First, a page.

I'd been wanting to climb these two remote mountains for ages. I wanted to climb them in winter, as the area is notorious for bog, so I was hoping to go when the bogs were still frozen. But that presented a couple of problems.
The walk covers a distance of almost 24.5km (15.5 miles) and a total ascent of 1436m, and to do that in the winter months would make it likely that we would be returning in the dark. Walking over a notorious bog in the dark doesn't appeal to me!
Also, the area is so remote that you have to drive almost 6 miles along a single-track road in order to reach the start of the walk. My car probably wouldn't make it in icy conditions.
April seemed like a good month to do it, once the low-level ice had melted but there was still a lot of snow on higher ground.
This area – Glen Lochay – fascinates me. Few people live around here, and those who do must struggle in winter when the roads are impassable.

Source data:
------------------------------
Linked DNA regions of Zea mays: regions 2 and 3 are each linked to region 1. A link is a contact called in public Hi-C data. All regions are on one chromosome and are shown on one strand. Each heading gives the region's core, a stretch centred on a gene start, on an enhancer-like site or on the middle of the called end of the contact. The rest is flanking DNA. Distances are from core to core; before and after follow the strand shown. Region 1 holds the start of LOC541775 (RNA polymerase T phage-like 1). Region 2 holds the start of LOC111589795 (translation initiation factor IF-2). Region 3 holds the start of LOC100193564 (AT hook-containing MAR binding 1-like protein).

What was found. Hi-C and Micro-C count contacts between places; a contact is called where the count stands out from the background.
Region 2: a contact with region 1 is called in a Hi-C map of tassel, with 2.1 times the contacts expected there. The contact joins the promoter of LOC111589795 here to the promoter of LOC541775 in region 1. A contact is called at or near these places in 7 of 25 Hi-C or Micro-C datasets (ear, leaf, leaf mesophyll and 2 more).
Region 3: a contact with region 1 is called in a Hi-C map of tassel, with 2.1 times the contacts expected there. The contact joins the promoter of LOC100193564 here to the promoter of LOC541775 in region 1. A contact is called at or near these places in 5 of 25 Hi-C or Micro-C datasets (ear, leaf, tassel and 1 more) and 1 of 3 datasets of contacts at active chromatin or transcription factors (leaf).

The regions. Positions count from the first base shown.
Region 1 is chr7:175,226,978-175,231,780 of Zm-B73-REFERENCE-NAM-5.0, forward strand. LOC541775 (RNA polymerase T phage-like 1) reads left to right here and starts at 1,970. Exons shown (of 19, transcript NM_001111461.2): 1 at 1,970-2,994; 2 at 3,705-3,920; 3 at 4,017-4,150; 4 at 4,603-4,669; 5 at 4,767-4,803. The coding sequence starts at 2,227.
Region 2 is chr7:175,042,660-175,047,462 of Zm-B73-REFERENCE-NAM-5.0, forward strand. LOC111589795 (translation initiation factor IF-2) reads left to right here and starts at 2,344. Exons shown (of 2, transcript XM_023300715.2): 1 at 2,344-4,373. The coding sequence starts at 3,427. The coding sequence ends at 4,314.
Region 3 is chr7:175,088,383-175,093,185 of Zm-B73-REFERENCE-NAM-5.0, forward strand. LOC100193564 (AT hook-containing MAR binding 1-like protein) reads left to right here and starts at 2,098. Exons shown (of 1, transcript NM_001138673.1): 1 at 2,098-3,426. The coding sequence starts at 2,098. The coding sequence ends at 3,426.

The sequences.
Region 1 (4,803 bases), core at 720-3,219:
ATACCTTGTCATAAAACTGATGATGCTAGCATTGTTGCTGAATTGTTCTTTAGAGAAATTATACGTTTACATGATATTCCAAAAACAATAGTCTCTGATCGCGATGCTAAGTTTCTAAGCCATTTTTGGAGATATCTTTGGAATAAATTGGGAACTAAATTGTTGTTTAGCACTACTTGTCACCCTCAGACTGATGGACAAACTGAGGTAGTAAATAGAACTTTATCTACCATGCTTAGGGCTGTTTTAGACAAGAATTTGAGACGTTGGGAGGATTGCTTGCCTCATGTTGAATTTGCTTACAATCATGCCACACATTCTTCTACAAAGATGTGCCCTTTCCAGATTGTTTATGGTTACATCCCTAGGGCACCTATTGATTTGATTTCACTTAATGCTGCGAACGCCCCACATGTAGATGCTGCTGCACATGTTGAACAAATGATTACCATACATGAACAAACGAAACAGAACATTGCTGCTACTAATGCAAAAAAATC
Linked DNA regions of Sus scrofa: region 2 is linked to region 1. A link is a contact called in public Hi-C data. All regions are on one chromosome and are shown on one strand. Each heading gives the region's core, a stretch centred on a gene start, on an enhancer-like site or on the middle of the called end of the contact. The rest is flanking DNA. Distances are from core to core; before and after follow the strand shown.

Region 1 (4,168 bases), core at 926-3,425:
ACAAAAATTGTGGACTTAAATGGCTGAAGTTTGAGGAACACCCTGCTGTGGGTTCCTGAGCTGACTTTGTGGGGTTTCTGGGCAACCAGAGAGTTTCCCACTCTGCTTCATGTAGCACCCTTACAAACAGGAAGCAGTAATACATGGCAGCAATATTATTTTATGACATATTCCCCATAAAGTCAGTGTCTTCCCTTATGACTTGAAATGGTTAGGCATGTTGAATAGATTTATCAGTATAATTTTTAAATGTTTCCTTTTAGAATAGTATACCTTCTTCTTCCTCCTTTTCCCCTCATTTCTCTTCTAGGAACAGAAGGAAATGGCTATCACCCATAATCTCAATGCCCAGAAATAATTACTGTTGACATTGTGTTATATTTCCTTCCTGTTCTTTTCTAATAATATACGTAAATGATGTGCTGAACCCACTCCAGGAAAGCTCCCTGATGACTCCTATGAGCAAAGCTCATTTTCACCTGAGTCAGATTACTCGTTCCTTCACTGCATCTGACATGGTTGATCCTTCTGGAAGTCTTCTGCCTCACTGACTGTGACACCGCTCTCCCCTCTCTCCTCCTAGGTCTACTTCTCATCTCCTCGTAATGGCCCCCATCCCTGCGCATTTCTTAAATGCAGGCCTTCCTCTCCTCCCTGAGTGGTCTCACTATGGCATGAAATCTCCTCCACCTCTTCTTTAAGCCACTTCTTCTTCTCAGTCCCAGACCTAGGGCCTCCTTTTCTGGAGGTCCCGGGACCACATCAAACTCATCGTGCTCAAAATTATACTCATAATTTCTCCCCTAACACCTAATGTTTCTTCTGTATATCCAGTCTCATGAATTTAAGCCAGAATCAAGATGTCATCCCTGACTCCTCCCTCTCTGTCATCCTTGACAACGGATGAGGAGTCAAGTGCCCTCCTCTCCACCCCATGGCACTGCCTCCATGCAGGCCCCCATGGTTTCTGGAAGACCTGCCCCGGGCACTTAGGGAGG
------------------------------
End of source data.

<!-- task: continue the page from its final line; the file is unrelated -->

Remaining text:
200 years ago the area was more densely populated, but the Highland Clearances forced many local people to leave their homesteads and move to the cities, or overseas to the Americas.
People were replaced with sheep and deer hunting estates, at a time before the age of motor travel, and as a result there are few roads in these areas.
Six of us went on this trip. The walk took us 10 and a half hours, and during that entire time we only saw three other people and a dog.
The weather forecast was for cloud and intermittent rain and hail showers, but instead we were treated to lots of sunshine and just one brief hail shower – until we were just 10 minutes away from our cars. Then the heavens opened and there was an almighty hailstorm. It was still quite warm at the time, but I had to put on my gloves, as the hailstones were coming down with such force that they were stinging my hands.
end of the day.
A tough expedition, but a brilliant day out!
My video is at DLive